Meet the Adams family, and I don’t mean the one with Cousin Itt. These Adamses also deal in the ghoulish, but with much more sinister effect. The family I speak of are the DIY filmmaking trio of Toby Poser, John Adams and their daughter Zelda, who have written, directed, starred in, shot and edited a series of macabre art house horror flicks including “Hellbender” (2021) and “The Deeper You Dig” (2019). “Where the Devil Roams” takes place in the Depression-era northern Midwest, where their Seven, Maggie and Eve are performers in a traveling road show that features white-faced goth performers (some replete with Betty Boop bobs and Pinhead-like facial piercings) that seem right out of an angry, edgy Marilyn Manson or Nine Inch Nails video from the 1990s. Blood is spilled early and often, and the film begins with a grim scene of a young Maggie murdering her mother with an awl at the behest of her older sister. Seven (John Adams), a World War I vet, suffers from PTSD, so when Maggie (Poser) has to off a series of rich fops (such as the banker who bought their farm from under them, or a Norwegian mistaken for a hated German), she blindfolds Seven and gets to the task with an ax, frying pan or any practical item suitable for bashing in crania or dismembering. Eve (Zelda Adams) and Seven remain largely taciturn throughout, unless singing onstage. There’s much mention of the titular devil, and in a few cases Seven and Maggie meet retribution when those hacked come hacking back, occasionally losing a hand or a leg themselves. Eve proves pretty good at stitching them back together, but fresh parts are needed from time to time, so you know how that’s going to go.  Considering the lo-fi budget, the practical effects here are quite impressive (silent-era framing and dark backdrops that obfuscate as much as they provide lush enrichment), as is the era reconstruction and edgy, frenetic modern score that would likely do Marilyn Manson and Trent Reznor proud. “Where the Devil Roams” is elevated by unique, grisly and outré flourishes.(Tom Meek) At The Brattle Theatre, 40 Brattle St., Harvard Square, Cambridge.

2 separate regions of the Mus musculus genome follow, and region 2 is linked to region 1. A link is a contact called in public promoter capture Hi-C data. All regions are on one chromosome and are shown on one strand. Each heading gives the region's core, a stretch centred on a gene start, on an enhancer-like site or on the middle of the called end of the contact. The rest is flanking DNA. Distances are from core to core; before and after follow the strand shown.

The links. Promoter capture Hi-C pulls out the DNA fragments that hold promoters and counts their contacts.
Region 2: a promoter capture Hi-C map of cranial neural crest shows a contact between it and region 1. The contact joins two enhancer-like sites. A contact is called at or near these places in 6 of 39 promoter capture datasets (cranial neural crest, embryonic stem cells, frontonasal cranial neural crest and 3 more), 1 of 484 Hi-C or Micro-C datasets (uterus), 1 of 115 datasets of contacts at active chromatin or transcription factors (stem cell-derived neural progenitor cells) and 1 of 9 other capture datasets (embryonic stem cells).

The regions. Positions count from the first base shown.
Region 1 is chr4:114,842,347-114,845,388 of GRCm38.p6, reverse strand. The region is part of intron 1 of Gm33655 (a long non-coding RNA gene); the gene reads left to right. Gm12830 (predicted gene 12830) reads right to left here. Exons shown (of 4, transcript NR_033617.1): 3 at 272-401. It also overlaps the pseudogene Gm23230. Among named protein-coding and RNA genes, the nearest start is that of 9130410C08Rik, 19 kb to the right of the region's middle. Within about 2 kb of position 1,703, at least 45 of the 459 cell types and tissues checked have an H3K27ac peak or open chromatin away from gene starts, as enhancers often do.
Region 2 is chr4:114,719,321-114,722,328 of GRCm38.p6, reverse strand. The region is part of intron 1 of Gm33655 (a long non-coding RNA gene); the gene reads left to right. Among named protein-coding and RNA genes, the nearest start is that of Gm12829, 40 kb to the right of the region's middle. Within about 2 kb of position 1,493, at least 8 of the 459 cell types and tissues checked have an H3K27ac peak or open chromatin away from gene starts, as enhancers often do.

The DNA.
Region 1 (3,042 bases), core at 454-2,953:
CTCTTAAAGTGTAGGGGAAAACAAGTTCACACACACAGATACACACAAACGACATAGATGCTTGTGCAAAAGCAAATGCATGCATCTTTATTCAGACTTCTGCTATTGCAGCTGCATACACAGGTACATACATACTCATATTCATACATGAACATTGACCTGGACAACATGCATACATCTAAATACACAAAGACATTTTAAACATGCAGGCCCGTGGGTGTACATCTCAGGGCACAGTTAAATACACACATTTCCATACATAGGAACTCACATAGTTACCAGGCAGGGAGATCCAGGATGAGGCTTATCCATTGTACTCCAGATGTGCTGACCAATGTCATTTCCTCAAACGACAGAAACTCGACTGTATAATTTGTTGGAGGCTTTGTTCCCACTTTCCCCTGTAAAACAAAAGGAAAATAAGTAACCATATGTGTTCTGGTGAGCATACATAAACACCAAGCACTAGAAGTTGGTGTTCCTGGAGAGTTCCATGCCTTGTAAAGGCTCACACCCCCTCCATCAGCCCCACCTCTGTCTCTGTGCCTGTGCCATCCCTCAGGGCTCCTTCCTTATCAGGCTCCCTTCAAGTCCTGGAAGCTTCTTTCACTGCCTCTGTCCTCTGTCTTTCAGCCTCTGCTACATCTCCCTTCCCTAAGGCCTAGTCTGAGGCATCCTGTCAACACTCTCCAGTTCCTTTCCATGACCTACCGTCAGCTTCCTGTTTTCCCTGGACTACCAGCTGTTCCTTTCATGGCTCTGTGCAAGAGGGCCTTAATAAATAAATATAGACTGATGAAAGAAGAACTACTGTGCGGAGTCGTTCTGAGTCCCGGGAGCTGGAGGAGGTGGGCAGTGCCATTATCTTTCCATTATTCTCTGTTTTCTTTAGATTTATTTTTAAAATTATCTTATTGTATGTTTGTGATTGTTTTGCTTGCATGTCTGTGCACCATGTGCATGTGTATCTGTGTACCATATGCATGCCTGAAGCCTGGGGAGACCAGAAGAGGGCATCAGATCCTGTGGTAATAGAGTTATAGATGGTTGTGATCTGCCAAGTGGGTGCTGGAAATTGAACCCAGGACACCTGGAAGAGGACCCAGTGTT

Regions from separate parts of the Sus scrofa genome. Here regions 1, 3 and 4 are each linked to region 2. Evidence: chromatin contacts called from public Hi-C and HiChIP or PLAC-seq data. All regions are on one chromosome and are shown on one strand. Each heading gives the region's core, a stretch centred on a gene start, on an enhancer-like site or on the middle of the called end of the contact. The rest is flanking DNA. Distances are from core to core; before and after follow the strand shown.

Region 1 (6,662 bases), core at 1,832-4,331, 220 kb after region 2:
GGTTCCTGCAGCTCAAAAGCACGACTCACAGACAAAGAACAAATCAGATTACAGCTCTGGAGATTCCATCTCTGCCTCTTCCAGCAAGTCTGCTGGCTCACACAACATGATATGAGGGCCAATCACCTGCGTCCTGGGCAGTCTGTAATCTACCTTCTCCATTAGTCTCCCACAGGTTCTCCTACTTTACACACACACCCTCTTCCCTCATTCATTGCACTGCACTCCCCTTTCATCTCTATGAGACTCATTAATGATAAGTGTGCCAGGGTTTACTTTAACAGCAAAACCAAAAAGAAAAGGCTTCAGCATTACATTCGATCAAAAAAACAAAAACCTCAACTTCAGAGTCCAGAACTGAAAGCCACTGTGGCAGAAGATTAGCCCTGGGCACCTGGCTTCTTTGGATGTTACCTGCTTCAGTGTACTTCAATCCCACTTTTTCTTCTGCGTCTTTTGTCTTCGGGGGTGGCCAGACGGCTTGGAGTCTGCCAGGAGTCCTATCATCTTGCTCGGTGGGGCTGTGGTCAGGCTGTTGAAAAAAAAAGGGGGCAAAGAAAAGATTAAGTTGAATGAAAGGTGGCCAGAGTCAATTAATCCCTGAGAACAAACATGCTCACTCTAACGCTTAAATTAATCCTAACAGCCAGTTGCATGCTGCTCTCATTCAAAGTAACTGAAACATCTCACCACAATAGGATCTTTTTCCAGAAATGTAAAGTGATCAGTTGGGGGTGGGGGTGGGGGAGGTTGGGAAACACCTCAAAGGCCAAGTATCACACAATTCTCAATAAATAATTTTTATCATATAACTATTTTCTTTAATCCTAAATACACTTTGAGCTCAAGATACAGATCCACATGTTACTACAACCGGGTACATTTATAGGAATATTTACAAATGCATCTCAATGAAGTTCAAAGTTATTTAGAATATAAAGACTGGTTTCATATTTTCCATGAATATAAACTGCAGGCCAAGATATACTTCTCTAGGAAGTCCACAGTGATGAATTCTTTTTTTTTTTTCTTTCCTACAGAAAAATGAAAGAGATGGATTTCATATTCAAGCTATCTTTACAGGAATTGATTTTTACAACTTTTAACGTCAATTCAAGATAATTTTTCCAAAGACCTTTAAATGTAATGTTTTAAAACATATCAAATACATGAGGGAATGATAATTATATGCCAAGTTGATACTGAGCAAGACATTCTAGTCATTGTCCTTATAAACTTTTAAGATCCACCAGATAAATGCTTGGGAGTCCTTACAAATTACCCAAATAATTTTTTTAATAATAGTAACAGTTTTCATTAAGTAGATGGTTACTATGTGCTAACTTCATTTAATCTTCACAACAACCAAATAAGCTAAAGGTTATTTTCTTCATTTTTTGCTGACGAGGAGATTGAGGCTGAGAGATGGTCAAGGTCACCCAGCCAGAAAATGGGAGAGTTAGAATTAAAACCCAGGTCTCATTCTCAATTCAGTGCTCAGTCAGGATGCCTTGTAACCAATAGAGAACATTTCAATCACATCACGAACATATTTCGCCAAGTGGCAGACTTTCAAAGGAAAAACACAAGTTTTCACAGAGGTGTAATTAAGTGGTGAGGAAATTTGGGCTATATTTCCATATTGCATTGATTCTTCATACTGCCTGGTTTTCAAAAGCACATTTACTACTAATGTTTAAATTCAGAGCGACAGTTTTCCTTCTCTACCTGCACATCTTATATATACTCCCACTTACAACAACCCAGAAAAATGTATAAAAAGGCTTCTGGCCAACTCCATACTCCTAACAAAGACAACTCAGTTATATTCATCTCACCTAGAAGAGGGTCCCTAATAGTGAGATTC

‘Fingernails’ (2023)

For his sophomore feature, Christos Nikou (“Apples,” made in 2020 during the pandemic and about a pandemic) tackles the scientific prospects of love in a not-so-distant future when couples take a test to see how compatible their love is or isn’t by having a fingernail sent to a lab for testing. Living a banal existence, Anna (Jessie Buckley, “Men”) is an unemployed teacher married to Ryan (Jeremy Allen White of “The Bear,” in a thankless part) who ultimately finds herself at a Love Institute (run by Luke Wilson) where couples, through shock and underwater therapy, prep for the grim fingernail pull and often shocking test results. She strikes up a relationship with senior test consultant Amir (Riz Ahmed, “The Sound of Metal”). As she and Amir connect more, questions of her relationship with Ryan and the meaning of true love ensue. If the semi-dystopian landscape where human relationships are managed by a social process sounds a bit like Yorgos Lanthimos’ “The Lobster” (2009), know that fellow Greek countryman Nikou worked on “Dogtooth” with Lanthimos. “Fingernails” provokes initially, but never really pierces. It feels restrained and dour, though the strong cast helps. (Tom Meek) On Apple TV+.

Cambridge writer Tom Meek’s reviews, essays, short stories and articles have appeared in WBUR’s The ARTery, The Boston Phoenix, The Boston Globe, The Rumpus, The Charleston City Paper and SLAB literary journal. Tom is also a member of the Boston Society of Film Critics and rides his bike everywhere.